We are all going to die of an incurable disease called ‘mortality’.
Put another way, loss of key people in a business is a certainty.
And while I can understand a healthy young person thinking that he or she will live forever, it never ceases to amaze me when aging business owners, directors and managers take no steps to prepare for the day when they will no longer be around.
It’s plainly irresponsible, especially as succession planning isn’t rocket
It’s a well-documented practice, and many skilled consultants are available to provide help.
Are you one of those who have a blind spot about death, disablement, or even the departure of key employees to new pastures?
Let’s take a quick look at the principles involved.
As most people know, a business is driven from three distinct levels:
1. Ownership: the shareholders;
2. Directorship: the directors;
3. Management: the day-to-day managers.
Some individuals may operate on all three levels, and that’s fine, as long as they realise that their job at each level is different.
If a business is to prosper it needs people with competence at all of these levels.
When it comes to succession planning, you need to consider all levels!
Ownership: a question of interest and competence
Are the heirs of the key or main owner interested in the business? Will they wish to maintain it?
Are they competent enough to handle the responsibilities that will devolve on them when they inherit the business?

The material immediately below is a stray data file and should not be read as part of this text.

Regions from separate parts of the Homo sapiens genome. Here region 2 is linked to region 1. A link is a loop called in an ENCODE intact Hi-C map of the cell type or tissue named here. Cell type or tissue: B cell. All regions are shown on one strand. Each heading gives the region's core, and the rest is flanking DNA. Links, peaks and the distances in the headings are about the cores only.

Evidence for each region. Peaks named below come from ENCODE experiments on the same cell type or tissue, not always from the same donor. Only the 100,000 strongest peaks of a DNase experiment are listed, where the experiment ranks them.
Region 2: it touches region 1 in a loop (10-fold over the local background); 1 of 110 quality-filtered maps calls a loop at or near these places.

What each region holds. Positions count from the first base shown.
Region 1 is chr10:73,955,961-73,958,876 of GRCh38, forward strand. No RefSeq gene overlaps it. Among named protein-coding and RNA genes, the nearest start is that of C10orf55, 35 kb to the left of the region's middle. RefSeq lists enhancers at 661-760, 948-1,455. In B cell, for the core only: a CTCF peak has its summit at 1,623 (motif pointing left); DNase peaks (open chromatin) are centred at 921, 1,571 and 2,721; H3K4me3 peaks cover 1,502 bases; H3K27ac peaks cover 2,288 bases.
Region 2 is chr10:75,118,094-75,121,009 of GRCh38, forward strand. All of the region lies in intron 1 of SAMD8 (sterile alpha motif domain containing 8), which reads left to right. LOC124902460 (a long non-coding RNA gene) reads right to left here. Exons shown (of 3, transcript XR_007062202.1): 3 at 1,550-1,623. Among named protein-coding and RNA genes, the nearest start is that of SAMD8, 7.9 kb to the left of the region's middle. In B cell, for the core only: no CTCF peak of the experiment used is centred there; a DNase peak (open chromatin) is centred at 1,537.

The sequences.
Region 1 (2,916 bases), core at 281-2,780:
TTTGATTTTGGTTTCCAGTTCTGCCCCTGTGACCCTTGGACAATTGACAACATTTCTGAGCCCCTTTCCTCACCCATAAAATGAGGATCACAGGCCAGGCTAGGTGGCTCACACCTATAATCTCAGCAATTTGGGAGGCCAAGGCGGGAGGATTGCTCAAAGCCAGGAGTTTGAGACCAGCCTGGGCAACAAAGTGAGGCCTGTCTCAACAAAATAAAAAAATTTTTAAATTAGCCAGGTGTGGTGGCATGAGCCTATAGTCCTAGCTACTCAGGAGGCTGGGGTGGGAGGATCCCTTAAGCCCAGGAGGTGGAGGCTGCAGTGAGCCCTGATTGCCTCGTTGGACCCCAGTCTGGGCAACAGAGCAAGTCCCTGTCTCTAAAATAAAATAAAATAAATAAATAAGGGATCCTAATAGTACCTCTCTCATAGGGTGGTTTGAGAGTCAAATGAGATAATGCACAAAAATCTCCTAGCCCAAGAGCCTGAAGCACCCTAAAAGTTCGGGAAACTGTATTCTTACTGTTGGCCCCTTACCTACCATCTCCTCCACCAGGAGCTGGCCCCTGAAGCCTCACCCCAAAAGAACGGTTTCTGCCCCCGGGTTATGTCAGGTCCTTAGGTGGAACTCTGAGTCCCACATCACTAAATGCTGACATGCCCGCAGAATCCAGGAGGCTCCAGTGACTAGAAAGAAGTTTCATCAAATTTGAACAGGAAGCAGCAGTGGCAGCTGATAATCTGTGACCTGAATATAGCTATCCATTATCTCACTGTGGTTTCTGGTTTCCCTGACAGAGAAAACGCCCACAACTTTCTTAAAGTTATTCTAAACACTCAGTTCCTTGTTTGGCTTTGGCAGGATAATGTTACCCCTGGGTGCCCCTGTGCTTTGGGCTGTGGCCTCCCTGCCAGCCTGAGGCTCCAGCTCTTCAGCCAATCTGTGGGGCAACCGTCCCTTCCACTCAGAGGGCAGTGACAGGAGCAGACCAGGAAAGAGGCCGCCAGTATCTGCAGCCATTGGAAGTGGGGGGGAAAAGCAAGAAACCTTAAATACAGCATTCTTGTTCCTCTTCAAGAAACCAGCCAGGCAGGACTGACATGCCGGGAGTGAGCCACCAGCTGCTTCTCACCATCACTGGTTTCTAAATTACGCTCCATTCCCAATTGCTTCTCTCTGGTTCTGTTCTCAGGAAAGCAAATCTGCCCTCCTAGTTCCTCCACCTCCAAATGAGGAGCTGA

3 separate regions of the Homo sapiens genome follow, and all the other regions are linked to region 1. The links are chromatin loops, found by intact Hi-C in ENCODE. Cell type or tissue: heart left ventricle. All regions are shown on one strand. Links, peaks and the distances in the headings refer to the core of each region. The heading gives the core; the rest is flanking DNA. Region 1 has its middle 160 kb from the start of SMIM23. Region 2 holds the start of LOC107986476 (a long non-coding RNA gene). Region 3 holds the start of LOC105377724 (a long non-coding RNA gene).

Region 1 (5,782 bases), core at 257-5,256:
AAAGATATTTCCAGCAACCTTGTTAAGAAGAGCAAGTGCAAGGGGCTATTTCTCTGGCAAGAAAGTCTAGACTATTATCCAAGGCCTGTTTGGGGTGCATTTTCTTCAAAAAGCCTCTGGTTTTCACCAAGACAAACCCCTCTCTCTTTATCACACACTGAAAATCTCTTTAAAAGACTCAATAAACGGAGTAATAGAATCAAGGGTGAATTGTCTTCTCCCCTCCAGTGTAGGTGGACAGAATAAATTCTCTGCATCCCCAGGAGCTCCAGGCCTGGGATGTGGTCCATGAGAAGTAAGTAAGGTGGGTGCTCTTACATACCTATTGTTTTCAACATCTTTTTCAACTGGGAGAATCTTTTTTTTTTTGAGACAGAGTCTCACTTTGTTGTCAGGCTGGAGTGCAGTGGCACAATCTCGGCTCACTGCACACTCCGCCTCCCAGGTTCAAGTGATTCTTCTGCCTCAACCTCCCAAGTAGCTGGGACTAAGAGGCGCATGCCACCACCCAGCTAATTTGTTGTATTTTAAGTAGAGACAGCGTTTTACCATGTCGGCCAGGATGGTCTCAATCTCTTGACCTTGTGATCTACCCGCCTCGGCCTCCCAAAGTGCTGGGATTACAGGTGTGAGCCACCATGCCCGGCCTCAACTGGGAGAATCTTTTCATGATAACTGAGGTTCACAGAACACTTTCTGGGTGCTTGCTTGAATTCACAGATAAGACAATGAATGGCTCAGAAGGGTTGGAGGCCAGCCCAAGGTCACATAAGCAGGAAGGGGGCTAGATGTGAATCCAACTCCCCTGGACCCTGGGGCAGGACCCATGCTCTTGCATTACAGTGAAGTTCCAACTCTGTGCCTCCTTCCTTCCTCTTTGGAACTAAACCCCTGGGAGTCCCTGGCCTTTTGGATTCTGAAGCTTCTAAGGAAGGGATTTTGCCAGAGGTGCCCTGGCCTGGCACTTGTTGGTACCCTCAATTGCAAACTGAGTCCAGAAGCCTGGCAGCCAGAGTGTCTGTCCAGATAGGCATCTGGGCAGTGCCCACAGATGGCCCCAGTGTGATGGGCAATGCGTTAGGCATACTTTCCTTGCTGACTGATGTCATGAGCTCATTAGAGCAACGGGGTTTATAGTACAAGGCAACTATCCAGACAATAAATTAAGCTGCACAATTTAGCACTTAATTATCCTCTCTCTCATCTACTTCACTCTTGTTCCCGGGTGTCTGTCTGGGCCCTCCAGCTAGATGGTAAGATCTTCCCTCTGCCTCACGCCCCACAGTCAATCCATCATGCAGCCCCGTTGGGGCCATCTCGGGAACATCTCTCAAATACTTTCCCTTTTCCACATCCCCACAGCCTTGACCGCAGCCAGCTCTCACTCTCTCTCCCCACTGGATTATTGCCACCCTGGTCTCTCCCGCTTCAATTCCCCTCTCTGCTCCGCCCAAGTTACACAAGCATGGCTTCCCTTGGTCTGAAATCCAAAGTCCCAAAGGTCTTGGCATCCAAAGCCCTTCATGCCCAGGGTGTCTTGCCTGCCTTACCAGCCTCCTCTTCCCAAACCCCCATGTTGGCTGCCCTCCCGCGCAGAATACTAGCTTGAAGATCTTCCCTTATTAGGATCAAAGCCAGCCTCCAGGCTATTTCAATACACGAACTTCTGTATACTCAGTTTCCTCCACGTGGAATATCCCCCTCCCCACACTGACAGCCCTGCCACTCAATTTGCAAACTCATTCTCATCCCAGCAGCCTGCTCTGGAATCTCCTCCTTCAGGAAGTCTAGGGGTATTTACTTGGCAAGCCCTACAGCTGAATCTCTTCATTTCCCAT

If the answer to any of these questions is no, then, whether you’re the owner, director or manager, you have a problem.
In this case, the best course of action might be to sell the business while the going is good (or facilitate the exit of those heirs with no interest), before you become incapable of providing the essential ownership role needed.
If the answer is yes, you need to ensure that the heirs are adequately prepared to take over the ownership role when you disappear from the scene.
Note that I am talking about ownership, not management; these are two very different roles that often get confused, to the great detriment of the business.
A carefully planned programme of induction and training over a number of years may be necessary to help the heirs understand these different roles and prepare themselves for each.
Directorship: a spread of expertise needed
Here we have the people who drive strategy and set policy.
No doubt some owners are involved at this level, and probably one or more of the managers, but invariably there’s the need for some ‘outsiders’, such as non-executive directors, who bring special skills and experience to the table.
Who are they? What is the ‘age profile’ of the directors?
In other words, is there an appropriate age spread that protects the business from possible loss of all expert knowledge and experience over a relatively short time?
Do you have anyone capable of stepping in to fill gaps should they arise?
Management: the company’s achilles heel
This is the critical level where the business is most vulnerable.
Imagine, for example, a situation where the CEO and CFO of the company are both killed in a car accident.
Could the business survive such a tragedy?
Could it continue delivering satisfactory results for shareholders and other stakeholders? No? Then you have some serious work to do.
As Confucius said: “If man take no thought about what is distant, he will find sorrow near at hand.”